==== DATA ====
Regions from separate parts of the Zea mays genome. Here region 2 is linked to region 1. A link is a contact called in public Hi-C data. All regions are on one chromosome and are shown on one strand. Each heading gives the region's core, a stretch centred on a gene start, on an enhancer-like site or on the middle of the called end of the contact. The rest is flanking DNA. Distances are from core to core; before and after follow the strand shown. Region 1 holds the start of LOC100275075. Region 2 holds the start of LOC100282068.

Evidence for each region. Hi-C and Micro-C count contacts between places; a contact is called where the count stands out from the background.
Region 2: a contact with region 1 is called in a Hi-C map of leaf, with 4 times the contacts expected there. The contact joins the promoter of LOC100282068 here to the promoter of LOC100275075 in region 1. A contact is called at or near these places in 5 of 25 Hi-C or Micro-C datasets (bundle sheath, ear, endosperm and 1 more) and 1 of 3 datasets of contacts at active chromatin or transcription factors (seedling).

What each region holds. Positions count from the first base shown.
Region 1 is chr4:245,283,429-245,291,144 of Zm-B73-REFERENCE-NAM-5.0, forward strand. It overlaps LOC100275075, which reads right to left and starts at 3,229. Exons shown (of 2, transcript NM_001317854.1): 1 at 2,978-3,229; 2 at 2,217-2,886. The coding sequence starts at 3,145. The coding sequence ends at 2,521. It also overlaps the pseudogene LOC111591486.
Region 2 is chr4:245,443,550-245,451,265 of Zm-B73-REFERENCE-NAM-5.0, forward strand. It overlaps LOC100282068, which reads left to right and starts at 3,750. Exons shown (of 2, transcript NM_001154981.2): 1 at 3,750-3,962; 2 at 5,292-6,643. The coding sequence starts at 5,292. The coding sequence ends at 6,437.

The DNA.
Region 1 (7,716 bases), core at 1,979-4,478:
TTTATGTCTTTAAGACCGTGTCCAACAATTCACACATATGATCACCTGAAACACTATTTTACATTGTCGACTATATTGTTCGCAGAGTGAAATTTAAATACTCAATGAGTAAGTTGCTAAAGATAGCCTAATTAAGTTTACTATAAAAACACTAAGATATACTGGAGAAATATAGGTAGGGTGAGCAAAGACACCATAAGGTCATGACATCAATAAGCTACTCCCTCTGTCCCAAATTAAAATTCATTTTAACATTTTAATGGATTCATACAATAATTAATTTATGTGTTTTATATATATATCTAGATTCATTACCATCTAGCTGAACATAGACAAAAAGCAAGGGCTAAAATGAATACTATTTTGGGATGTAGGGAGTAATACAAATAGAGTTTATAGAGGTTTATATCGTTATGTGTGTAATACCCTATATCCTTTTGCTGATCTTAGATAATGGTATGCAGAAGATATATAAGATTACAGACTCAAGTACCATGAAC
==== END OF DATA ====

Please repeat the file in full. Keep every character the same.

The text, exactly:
Regions from separate parts of the Zea mays genome. Here region 2 is linked to region 1. A link is a contact called in public Hi-C data. All regions are on one chromosome and are shown on one strand. Each heading gives the region's core, a stretch centred on a gene start, on an enhancer-like site or on the middle of the called end of the contact. The rest is flanking DNA. Distances are from core to core; before and after follow the strand shown. Region 1 holds the start of LOC100275075. Region 2 holds the start of LOC100282068.

Evidence for each region. Hi-C and Micro-C count contacts between places; a contact is called where the count stands out from the background.
Region 2: a contact with region 1 is called in a Hi-C map of leaf, with 4 times the contacts expected there. The contact joins the promoter of LOC100282068 here to the promoter of LOC100275075 in region 1. A contact is called at or near these places in 5 of 25 Hi-C or Micro-C datasets (bundle sheath, ear, endosperm and 1 more) and 1 of 3 datasets of contacts at active chromatin or transcription factors (seedling).

What each region holds. Positions count from the first base shown.
Region 1 is chr4:245,283,429-245,291,144 of Zm-B73-REFERENCE-NAM-5.0, forward strand. It overlaps LOC100275075, which reads right to left and starts at 3,229. Exons shown (of 2, transcript NM_001317854.1): 1 at 2,978-3,229; 2 at 2,217-2,886. The coding sequence starts at 3,145. The coding sequence ends at 2,521. It also overlaps the pseudogene LOC111591486.
Region 2 is chr4:245,443,550-245,451,265 of Zm-B73-REFERENCE-NAM-5.0, forward strand. It overlaps LOC100282068, which reads left to right and starts at 3,750. Exons shown (of 2, transcript NM_001154981.2): 1 at 3,750-3,962; 2 at 5,292-6,643. The coding sequence starts at 5,292. The coding sequence ends at 6,437.

The DNA.
Region 1 (7,716 bases), core at 1,979-4,478:
TTTATGTCTTTAAGACCGTGTCCAACAATTCACACATATGATCACCTGAAACACTATTTTACATTGTCGACTATATTGTTCGCAGAGTGAAATTTAAATACTCAATGAGTAAGTTGCTAAAGATAGCCTAATTAAGTTTACTATAAAAACACTAAGATATACTGGAGAAATATAGGTAGGGTGAGCAAAGACACCATAAGGTCATGACATCAATAAGCTACTCCCTCTGTCCCAAATTAAAATTCATTTTAACATTTTAATGGATTCATACAATAATTAATTTATGTGTTTTATATATATATCTAGATTCATTACCATCTAGCTGAACATAGACAAAAAGCAAGGGCTAAAATGAATACTATTTTGGGATGTAGGGAGTAATACAAATAGAGTTTATAGAGGTTTATATCGTTATGTGTGTAATACCCTATATCCTTTTGCTGATCTTAGATAATGGTATGCAGAAGATATATAAGATTACAGACTCAAGTACCATGAAC